It’s part of the security herding instinct: "Company A is doing it, therefore it must be the right thing for me!"
Mike Braun, CISSP CISA CISM ITIL-F, Senior Security Engineer, Verizon Business.
Regarding "compliance vs security": Compliance is doing the minimum necessary to meet an audit or regulatory compliance. Security is doing what is necessary, often within the compliance or audit structure, to reduce risk to an acceptable level defined by the business you’re in.
Jake Brodsky, Washington Suburban Sanitary Commission
How secure is secure enough?
That's really the foundation question. It's like asking how safe should our cars be? We can include all sorts of measures in them, ranging from anti-lock brakes, airbags, seat-belts, crumple zones, safety glass, traction control, and so on and so forth. Yet even this isn't going to help if the driver is reckless.
Control systems are like that. Currently we have very few prescriptive standards, and the application of the broad concepts borrowed from IT is no simple task. The biggest hurdle is education: Ensuring that people understand what they're doing when they design these things. It is also a matter of teaching people to operate these things securely.
As an interim step, we have to mandate a compliance-based approach, with the caveat that this alone may not save you from an attack. In other words, do this, even if you do not understand exactly why; and if you screw up, you could still get hurt. So study why you should be doing this.
In the long run, a compliance-based approach is only a temporary measure until people combine enough experience and knowledge to know better.
Ralph Langner, Langner Communications AG
I noticed your request for input on the controlglobal blog. Even though I work in Europe, I want to share some thoughts that you might find helpful.
How much security do you need to be really secure?
The answer certainly depends largely on your definition of security. I define the following as INSECURE: An automated industrial process is insecure if foreseeable failures or manipulation attempts of automation equipment, SCADA installations or network devices can cause damage beyond the insignificant, or can cause damage of unknown extent. In real life, it is often quite easy to determine required mitigation controls to get away from insecure. However, there is a difference between HSE [health, safety and environmental] risks and risks relating "only" to money. For HSE, budget for mitigation is largely determined by ethics, legislation and compliance, whereas for monetary consequences, budget decisions have to match anticipated monetary loss.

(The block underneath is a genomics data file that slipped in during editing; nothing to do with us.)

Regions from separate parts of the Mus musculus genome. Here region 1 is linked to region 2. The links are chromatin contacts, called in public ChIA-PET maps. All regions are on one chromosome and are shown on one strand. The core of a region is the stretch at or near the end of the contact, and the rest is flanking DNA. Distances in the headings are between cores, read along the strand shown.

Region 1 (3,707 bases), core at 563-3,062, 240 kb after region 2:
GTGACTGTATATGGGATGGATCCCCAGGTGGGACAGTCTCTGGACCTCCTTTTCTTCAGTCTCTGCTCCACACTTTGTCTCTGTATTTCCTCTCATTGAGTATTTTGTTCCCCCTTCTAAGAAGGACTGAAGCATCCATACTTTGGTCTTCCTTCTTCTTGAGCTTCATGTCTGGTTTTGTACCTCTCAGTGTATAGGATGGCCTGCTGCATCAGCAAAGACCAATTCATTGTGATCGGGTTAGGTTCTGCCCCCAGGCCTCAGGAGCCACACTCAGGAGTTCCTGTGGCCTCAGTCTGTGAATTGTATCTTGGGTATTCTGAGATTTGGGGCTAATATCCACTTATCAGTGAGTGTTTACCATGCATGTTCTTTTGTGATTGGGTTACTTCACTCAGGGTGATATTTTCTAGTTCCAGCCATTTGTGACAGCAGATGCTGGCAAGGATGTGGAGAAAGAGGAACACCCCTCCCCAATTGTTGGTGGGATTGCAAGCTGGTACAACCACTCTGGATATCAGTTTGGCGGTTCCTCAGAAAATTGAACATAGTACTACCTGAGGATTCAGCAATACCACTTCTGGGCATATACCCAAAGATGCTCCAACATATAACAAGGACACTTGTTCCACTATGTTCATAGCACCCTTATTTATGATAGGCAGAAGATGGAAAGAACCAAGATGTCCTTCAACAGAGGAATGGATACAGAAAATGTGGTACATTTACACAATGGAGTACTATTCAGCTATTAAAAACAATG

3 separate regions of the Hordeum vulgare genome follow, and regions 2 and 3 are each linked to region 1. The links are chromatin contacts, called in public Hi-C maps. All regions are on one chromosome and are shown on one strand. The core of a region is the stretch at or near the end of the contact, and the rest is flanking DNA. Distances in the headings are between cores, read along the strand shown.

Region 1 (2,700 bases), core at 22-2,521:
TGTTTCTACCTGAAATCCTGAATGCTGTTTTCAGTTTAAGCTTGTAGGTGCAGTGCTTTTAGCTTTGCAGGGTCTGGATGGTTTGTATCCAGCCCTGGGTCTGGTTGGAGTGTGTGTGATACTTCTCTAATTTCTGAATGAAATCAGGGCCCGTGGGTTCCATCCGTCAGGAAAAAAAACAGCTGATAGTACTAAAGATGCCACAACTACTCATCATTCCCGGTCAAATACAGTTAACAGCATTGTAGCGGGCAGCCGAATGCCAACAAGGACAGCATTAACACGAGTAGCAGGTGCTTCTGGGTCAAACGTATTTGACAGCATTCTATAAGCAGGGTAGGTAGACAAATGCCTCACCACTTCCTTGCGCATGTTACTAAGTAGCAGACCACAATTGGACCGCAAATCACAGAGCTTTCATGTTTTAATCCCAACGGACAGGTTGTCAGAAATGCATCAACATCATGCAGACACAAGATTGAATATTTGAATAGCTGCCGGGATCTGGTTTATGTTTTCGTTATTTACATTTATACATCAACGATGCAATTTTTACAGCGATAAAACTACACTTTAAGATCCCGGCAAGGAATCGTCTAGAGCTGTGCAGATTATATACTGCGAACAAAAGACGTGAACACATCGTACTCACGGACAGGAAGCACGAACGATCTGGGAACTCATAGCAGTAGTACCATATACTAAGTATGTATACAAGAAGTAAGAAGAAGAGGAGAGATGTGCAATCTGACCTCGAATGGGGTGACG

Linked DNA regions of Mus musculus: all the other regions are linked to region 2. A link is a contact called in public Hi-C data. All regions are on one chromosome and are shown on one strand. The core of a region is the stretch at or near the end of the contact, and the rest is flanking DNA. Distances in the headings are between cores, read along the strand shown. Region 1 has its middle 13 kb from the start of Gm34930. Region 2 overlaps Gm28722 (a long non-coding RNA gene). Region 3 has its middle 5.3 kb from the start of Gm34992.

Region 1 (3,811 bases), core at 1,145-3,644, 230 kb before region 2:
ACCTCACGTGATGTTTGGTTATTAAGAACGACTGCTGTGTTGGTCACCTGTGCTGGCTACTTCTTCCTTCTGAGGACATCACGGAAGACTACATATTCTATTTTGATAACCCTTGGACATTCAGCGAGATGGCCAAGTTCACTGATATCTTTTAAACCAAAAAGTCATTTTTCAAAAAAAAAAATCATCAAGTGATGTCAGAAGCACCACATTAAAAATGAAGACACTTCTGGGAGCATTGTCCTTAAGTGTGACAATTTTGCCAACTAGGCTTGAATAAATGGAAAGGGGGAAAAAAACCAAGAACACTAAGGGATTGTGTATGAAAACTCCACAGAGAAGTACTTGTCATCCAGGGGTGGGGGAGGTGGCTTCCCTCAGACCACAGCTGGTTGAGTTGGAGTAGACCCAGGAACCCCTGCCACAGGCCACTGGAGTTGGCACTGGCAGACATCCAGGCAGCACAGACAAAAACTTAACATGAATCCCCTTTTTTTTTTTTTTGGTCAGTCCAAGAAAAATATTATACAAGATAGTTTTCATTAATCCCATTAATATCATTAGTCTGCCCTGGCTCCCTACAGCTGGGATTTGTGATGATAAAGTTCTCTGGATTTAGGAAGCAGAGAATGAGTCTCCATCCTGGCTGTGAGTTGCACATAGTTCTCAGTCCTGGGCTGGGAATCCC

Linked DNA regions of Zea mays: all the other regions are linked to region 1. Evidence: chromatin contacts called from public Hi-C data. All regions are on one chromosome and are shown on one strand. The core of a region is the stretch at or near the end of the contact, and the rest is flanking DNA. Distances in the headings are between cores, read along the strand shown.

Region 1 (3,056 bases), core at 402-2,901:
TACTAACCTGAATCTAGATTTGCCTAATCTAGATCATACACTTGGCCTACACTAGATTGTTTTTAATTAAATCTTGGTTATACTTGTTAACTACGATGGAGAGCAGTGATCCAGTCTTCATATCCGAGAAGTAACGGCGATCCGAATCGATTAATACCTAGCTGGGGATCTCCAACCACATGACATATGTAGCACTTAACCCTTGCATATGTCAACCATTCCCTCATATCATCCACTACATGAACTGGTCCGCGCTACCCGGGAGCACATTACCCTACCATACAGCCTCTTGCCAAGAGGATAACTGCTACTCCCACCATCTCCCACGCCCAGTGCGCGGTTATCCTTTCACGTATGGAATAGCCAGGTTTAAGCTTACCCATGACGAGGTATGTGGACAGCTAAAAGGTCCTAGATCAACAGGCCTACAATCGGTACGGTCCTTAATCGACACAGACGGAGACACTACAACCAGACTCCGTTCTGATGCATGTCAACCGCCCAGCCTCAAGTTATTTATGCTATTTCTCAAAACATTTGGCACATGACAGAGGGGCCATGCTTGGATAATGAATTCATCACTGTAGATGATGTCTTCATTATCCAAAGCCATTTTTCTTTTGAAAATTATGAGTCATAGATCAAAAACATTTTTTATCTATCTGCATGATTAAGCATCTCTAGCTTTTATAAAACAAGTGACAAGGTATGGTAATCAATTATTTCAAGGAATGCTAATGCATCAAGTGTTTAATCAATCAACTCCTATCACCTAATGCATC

What's the difference between compliance and security?
Simple, if you look at the last sentence above. Only part of the potential negative outcomes from security events; i.e., HSE, are regulated. Compliance requires regulation that you can comply to. For other risks, there is no compliance, but there are still security issues that need to be mitigated. For example, there is no need to patch systems or to install firewalls in order to be compliant. Companies do so anyway in order to reduce risk.
Chemical Facility Security News
There is no such as “really secure” or “absolutely secure”; it is a purely theoretical concept like infinity. By adding security measures you can get closer, but each successive improvement moves you a shorter distance towards the theoretical goal. Unlike the mathematical construct, however, the theoretical goal is periodically moved a random increment further away due the advances made by the opposition—and, that movement is seldom made with the knowledge of the home team.
Compliance versus Security
Since security is unattainable, and for all intents and purposes unmeasurable, organizations establish artificial standards that serve as a surrogate for security. When a component of that organization has met the current standards, they can claim to be “in compliance.” Most people fail to realize that being ‘in compliance’ only bears an indistinct and variable relationship to being secure.
William T. Shaw - PhD, CISSP
As I am sure you well know, “compliance” is more of an issue about legal niceties and being able to claim to have taken reasonable measures, provided reasonable oversight and shown suitable governance in a court of law. You can be in compliance and yet not be secure if you are merely willing to do the minimum necessary to meet regulations and are not actually focused on establishing true security. Most of the regulations regarding industrial automation security are somewhat vague and open to a range of possible interpretations. That is one reason that groups like the ISA’s SP-99 committee are trying to generate more detailed, specific recommendations. The NERC CIPs are an interesting mix of specific requirements (like requiring an IDS for an EMS/SCADA system) and generalities (like the lack of a standardized, defined methodology for performing vulnerability assessments.) An organization could come into compliance with the “‘letter” of those requirements and yet still have security holes. As someone once said, perfect security is not possible and obtaining it would be prohibitively expensive. So organizations have to make a basic business decision about how secure they need to be, and then let that be part of the equation when implementing a security program. Numerous electric utilities ignored the initial NERC cybersecurity pronouncements (1200/1300) and took a wait-and-see attitude, both because the recommendations were somewhat vague and because they had no enforcement “teeth.’ Among various organizations I have consulted with some immediately wanted to know what the minimum amount of effort was, that would allow them to claim compliance. They were not really interested in security (or felt they already were secure enough) only in compliance.